The installation of a solar panel in a home is an investment. Just like any other investment, there has to be a return for it to be attractive to potential investors. One of the biggest concerns when it comes to solar panel installation is the time the investment takes to start earning you money – in other words, the break-even period. Just how long is it? Keep reading to find out.
Investing In a Photovoltaic System
Over the past couple of decades, solar panels have advanced in leaps and bounds. Currently, over 1.5 million homes in the UK have been connected to solar power, and the number is growing fast. By 2020, the number of houses connected to solar power is expected to be north of 10 million, which is one-third of the total number of households in the country. It means that in the next 2-3 years, about 40 percent of electricity generated in the UK will be solar power. Good news for the planet!
These are realistic targets. Last year alone, there were over 700,000 PV installations in the country. The installations were distributed across different environments including solar farms, workplaces, and homes. The UK is actually doing better vis-à-vis solar power generation despite the gloomy, rainy weather than southern European nations with better solar power potential. Sunny Spain, for instance, is ranked 5th — one place behind the UK — in terms of photovoltaic systems installed.
The Cost of Installing a PV System
The sun has been shining on earth for billions of years, for free. However, the cost of saving the planet is still high, which is why one of biggest challenges of going solar is the cost. You have to look at the nitty-gritty of the cost of going solar before you make any commitments – the cost of installing a PV system can never be an afterthought.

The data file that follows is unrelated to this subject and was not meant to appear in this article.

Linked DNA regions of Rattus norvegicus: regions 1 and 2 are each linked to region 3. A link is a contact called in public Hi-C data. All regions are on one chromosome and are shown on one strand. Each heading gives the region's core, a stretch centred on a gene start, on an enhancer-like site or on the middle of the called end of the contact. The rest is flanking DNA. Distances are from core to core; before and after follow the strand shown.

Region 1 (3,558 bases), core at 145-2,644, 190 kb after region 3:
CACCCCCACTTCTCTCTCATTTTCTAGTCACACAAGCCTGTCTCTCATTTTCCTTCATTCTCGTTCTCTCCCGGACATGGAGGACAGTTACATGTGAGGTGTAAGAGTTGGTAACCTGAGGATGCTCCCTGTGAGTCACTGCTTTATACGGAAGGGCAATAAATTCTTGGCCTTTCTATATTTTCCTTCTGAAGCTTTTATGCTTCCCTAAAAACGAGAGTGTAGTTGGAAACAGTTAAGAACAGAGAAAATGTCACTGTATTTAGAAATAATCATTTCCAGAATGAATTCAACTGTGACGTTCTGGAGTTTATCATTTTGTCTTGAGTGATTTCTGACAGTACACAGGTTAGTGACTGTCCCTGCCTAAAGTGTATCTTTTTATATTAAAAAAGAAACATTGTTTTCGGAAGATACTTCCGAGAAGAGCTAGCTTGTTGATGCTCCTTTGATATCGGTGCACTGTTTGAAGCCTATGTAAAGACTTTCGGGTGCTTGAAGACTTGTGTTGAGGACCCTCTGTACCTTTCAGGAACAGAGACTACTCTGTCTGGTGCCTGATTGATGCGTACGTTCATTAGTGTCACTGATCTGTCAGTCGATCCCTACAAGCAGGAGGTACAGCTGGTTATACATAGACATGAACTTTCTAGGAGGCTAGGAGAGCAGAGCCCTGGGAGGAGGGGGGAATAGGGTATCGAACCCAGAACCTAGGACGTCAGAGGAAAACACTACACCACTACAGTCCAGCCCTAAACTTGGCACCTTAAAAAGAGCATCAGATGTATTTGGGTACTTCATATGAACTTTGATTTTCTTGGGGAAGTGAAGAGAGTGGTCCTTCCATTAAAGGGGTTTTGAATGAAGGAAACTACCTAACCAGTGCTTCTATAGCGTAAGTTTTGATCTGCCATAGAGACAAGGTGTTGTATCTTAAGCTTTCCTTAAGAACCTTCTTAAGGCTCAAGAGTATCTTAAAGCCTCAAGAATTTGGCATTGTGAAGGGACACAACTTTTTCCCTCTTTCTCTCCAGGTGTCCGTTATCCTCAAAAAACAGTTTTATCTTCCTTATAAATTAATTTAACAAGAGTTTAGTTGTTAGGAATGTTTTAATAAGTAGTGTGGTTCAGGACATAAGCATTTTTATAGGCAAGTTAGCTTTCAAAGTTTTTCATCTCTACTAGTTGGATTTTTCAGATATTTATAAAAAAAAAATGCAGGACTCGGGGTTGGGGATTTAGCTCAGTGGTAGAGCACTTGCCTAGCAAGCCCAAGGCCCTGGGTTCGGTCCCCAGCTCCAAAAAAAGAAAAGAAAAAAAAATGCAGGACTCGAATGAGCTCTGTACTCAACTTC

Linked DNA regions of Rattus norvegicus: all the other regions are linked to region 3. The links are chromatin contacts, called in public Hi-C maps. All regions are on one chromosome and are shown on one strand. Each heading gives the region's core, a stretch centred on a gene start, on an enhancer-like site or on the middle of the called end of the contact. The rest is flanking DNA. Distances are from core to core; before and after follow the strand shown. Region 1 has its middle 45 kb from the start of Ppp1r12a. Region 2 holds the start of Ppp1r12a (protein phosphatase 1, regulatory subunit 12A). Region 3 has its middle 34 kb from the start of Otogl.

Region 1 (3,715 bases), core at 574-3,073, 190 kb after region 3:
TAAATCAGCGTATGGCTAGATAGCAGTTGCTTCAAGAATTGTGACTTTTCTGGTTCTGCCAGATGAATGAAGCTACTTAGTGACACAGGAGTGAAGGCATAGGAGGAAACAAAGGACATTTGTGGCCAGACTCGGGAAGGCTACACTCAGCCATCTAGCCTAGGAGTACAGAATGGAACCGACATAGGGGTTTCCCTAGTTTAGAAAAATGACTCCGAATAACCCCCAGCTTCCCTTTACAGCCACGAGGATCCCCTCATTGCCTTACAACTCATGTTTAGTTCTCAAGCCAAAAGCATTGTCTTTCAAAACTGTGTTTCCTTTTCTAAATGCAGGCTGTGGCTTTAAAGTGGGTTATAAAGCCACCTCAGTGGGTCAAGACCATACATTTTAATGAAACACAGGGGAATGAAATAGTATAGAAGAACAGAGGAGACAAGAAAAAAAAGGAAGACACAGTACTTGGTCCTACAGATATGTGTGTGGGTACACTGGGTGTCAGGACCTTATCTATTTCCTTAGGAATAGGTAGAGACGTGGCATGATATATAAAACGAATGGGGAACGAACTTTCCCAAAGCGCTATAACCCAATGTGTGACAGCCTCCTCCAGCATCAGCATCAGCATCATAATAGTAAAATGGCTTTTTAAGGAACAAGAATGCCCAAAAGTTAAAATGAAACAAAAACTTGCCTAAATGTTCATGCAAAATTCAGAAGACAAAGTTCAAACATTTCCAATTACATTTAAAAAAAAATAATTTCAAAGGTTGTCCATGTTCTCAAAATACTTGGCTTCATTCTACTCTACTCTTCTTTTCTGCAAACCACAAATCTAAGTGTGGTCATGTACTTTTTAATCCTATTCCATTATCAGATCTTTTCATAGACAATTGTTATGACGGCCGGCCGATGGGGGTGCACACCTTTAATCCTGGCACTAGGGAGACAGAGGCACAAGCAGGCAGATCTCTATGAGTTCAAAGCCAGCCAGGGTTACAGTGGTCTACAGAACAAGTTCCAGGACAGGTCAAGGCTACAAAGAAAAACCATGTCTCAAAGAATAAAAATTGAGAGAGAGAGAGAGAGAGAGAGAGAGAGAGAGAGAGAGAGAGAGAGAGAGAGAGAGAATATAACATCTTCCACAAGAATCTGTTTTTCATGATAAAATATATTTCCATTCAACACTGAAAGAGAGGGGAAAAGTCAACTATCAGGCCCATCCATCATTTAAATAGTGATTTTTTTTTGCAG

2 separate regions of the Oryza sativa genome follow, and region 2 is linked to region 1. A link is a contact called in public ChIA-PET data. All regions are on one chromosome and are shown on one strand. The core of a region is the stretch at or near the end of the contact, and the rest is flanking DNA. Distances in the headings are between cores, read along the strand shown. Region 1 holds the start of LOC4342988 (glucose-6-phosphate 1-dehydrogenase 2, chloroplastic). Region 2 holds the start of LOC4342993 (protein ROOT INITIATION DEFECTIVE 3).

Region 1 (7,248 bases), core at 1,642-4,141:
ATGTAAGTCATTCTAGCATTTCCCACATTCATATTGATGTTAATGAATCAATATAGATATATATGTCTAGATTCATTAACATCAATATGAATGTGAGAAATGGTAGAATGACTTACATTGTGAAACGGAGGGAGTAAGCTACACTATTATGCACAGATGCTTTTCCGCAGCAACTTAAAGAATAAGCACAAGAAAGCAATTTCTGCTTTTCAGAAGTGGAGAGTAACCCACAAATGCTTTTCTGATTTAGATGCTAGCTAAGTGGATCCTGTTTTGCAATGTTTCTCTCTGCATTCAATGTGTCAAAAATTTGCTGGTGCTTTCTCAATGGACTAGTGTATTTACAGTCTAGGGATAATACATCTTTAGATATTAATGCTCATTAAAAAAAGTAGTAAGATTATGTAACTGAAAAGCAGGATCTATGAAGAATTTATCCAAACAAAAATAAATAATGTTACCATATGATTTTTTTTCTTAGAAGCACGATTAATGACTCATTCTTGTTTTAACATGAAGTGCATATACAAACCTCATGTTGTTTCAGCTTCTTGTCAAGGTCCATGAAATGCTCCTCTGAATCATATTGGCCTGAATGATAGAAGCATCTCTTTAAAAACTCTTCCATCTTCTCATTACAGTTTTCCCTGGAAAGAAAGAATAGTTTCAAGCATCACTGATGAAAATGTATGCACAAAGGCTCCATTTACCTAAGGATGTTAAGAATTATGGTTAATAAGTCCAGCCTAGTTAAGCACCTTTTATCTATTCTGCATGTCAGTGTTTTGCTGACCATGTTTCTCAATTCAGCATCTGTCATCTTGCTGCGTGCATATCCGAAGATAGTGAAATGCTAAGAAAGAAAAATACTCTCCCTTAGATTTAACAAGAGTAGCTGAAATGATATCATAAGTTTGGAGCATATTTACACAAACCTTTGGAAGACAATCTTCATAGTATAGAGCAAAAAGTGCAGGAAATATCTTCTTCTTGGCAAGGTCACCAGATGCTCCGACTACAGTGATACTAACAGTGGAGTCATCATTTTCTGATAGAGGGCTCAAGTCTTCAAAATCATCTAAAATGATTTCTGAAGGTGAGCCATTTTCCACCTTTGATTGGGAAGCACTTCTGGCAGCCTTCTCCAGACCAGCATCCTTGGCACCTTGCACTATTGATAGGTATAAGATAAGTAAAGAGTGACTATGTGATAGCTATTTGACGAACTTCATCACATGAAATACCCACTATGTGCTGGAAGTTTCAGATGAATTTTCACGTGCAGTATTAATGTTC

The cost of solar panels has reduced substantially in the last few years. On top of that, the UK government has been providing financial assistance to citizens wishing to install photovoltaic systems in their homes. Introduced in 2010, the Feed In Tariff (FiT) — a program that allows households to sell excess solar power generated by the PV systems back to the grid and offset installation costs — as well as other grants, have contributed greatly to the reducing costs of installing a solar power system in the UK.
Solar Payback Period
Even with the grants and the FiT, the cost of installing a PV system in your home is still relatively high. Acquiring the panels and installing them on your roof can cost you up to £9,000, depending on the size and specification of the system. Solar payback period — or the break-even time — is the measure of the amount of time it’ll take for the PV system to cover the installation costs and start earning you money.
So how long will it take for your photovoltaic system to break even? Well, that depends on several factors. These are:
- Estimated electricity generation. Solar installation companies will recommend a system that meets your current energy consumption needs. However, there are certain practical constraints that may affect your on-site power generation capacity. For instance, seasonal weather variations and the size of your roof.
- Average monthly electricity consumption. The amount of electricity your house consumes every month determines the size of the system you need and the amount of grid electricity you can forego each month. Remember that the higher your electricity bill, the shorter the solar payback period.
- The total cost of solar installation. The higher the cost of installing a PV system, the longer the solar payback period. The cost of installing the system will depend on the size of the system, the components that constitute the system, as well as the financial benefits available.
To calculate just how long your solar power system will take to break even, determine the following:
- The combined costs.
- Annual benefits.
Take the figure you arrive at as the combined cost and divide it by the annual benefits. Whatever you get is the amount of time it’ll take your PV system to break even i.e. your solar payback period. Besides reducing your electricity costs to zero (potentially), going solar also increases the value of your home.